Resilience, Social-Ecological Rules, and Environmental Variability in a Two-Species Artisanal Fishery
Marshall Duer-Balkind, Department of the Environment, Washington, DC; School of Forestry and Environmental Studies, Yale University, New Haven, CT, USA
Kasey R. Jacobs, NOAA Coastal Management Fellow at the Puerto Rico Coastal Zone Management Program, San Juan, PR; School of Forestry and Environmental Studies, Yale University, New Haven, CT, USA
Burak Güneralp, Department of Geography, Texas A&M University, College Station, TX, USA
Xavier Basurto, Duke Marine Lab, Nicholas School of the Environment, Duke University, Beaufort, NC, USA
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Social-ecological resilience is an increasingly central paradigm for understanding sustainable resource management. In this study, we aimed to better understand the effect of environmental variability on the resilience of fishery systems, and the important role that social institutions and biophysical constraints play. To explore these issues, we built a dynamic model of the pen shell fishery of the indigenous Seri people in the Gulf of California, Mexico. This model included the dynamics of the two dominant species in the fishery (Atrina tuberculosa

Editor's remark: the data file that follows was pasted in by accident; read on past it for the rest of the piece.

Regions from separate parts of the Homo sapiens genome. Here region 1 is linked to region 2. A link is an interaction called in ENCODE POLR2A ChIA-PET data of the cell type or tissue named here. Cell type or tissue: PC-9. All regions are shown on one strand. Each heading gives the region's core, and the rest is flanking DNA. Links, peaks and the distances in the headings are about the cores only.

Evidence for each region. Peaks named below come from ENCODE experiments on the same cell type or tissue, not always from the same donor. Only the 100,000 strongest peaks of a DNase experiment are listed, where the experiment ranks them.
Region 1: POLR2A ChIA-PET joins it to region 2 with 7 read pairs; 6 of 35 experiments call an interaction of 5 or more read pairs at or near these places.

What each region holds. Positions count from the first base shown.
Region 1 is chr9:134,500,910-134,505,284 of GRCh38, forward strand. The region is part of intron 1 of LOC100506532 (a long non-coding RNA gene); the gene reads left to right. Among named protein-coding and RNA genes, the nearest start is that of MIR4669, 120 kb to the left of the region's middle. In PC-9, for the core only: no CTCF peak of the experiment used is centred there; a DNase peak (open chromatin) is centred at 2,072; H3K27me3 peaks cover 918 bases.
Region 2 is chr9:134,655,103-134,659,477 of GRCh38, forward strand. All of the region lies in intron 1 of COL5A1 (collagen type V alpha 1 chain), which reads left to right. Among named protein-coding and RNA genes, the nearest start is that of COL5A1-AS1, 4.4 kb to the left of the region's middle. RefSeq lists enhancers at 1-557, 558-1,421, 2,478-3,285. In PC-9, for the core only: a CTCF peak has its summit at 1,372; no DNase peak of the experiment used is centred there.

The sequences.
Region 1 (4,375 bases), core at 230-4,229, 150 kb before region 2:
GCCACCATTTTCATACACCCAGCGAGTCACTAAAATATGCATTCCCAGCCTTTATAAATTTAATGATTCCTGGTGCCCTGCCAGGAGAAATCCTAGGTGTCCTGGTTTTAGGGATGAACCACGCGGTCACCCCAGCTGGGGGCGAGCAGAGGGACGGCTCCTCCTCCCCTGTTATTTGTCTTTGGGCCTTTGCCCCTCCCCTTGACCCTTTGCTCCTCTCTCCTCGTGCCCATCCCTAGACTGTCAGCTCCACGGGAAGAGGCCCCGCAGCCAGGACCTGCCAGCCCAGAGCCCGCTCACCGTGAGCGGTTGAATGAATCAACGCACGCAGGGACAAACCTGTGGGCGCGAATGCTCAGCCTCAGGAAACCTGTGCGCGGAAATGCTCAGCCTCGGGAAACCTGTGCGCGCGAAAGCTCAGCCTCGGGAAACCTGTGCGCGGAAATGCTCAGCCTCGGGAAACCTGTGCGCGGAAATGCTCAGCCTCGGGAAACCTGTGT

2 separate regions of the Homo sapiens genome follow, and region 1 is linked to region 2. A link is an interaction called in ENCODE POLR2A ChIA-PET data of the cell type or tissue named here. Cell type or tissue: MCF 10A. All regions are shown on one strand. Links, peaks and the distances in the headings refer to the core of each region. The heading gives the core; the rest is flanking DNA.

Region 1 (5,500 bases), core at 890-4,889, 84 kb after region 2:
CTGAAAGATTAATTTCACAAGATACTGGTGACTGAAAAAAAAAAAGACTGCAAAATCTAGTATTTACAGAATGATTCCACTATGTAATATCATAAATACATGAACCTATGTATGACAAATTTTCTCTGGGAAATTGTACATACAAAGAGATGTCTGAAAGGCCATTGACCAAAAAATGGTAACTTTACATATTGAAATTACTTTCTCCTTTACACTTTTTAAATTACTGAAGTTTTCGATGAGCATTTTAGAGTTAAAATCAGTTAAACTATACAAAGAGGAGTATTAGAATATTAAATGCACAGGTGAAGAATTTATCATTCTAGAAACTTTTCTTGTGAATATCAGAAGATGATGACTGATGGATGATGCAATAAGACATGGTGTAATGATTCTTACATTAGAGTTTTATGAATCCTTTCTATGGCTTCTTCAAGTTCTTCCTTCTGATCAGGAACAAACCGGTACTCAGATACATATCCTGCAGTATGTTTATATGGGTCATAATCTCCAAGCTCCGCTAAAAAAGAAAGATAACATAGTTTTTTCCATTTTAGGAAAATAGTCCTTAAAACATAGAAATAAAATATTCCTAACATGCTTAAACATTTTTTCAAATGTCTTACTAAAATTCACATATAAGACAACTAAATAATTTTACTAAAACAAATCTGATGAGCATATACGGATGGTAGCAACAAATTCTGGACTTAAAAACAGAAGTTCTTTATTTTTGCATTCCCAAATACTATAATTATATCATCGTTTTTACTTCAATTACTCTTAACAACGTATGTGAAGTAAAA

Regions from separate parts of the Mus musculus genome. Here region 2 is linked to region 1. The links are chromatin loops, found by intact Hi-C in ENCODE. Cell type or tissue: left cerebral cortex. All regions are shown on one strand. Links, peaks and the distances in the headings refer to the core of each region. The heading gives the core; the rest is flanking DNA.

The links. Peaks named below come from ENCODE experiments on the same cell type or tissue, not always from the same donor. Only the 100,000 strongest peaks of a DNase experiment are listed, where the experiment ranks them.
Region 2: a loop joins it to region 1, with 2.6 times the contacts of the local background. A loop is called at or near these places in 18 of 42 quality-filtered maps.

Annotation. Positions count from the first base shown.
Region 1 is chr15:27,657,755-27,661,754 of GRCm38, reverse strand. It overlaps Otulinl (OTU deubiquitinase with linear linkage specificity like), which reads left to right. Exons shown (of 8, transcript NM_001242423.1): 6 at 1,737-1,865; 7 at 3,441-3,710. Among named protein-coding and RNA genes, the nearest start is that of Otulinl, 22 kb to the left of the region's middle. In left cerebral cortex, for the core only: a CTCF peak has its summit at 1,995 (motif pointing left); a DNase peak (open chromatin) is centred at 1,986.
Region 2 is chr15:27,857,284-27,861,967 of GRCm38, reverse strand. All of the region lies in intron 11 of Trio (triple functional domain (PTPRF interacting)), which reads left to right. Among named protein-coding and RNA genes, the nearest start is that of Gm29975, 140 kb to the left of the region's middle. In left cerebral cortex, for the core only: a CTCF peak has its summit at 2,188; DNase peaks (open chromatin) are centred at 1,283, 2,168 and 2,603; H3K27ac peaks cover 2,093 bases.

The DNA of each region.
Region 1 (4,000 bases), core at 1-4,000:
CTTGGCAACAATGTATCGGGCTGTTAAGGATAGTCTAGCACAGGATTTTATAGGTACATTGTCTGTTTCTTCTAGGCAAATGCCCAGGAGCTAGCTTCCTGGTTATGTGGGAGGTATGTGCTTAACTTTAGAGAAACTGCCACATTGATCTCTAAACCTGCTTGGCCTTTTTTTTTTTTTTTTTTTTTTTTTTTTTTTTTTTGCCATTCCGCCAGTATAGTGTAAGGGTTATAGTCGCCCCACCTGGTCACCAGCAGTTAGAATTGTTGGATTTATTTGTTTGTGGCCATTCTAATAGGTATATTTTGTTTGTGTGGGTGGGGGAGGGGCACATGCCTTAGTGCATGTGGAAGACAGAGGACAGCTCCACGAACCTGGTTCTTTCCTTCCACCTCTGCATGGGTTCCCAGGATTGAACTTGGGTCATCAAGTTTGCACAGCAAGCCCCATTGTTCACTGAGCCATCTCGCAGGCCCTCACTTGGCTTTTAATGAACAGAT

and Pinna rugosa
), several institutional rules that the Seri use, and a number of ecological constraints, including key stochastic variables derived from empirical data. We found that modeling with multiple species, rather than the standard one-species model, uncovered more of the resilience that is present in the system. We also found that it is the combination of several social-ecological rules working in conjunction with the endogenous environmental variability that helps ensure the resilience of the system.
artisanal fisheries; common-pool resources; environmental variability; Gulf of California, Mexico; multi-species; resilience; social-ecological systems; stochasticity; system dynamics
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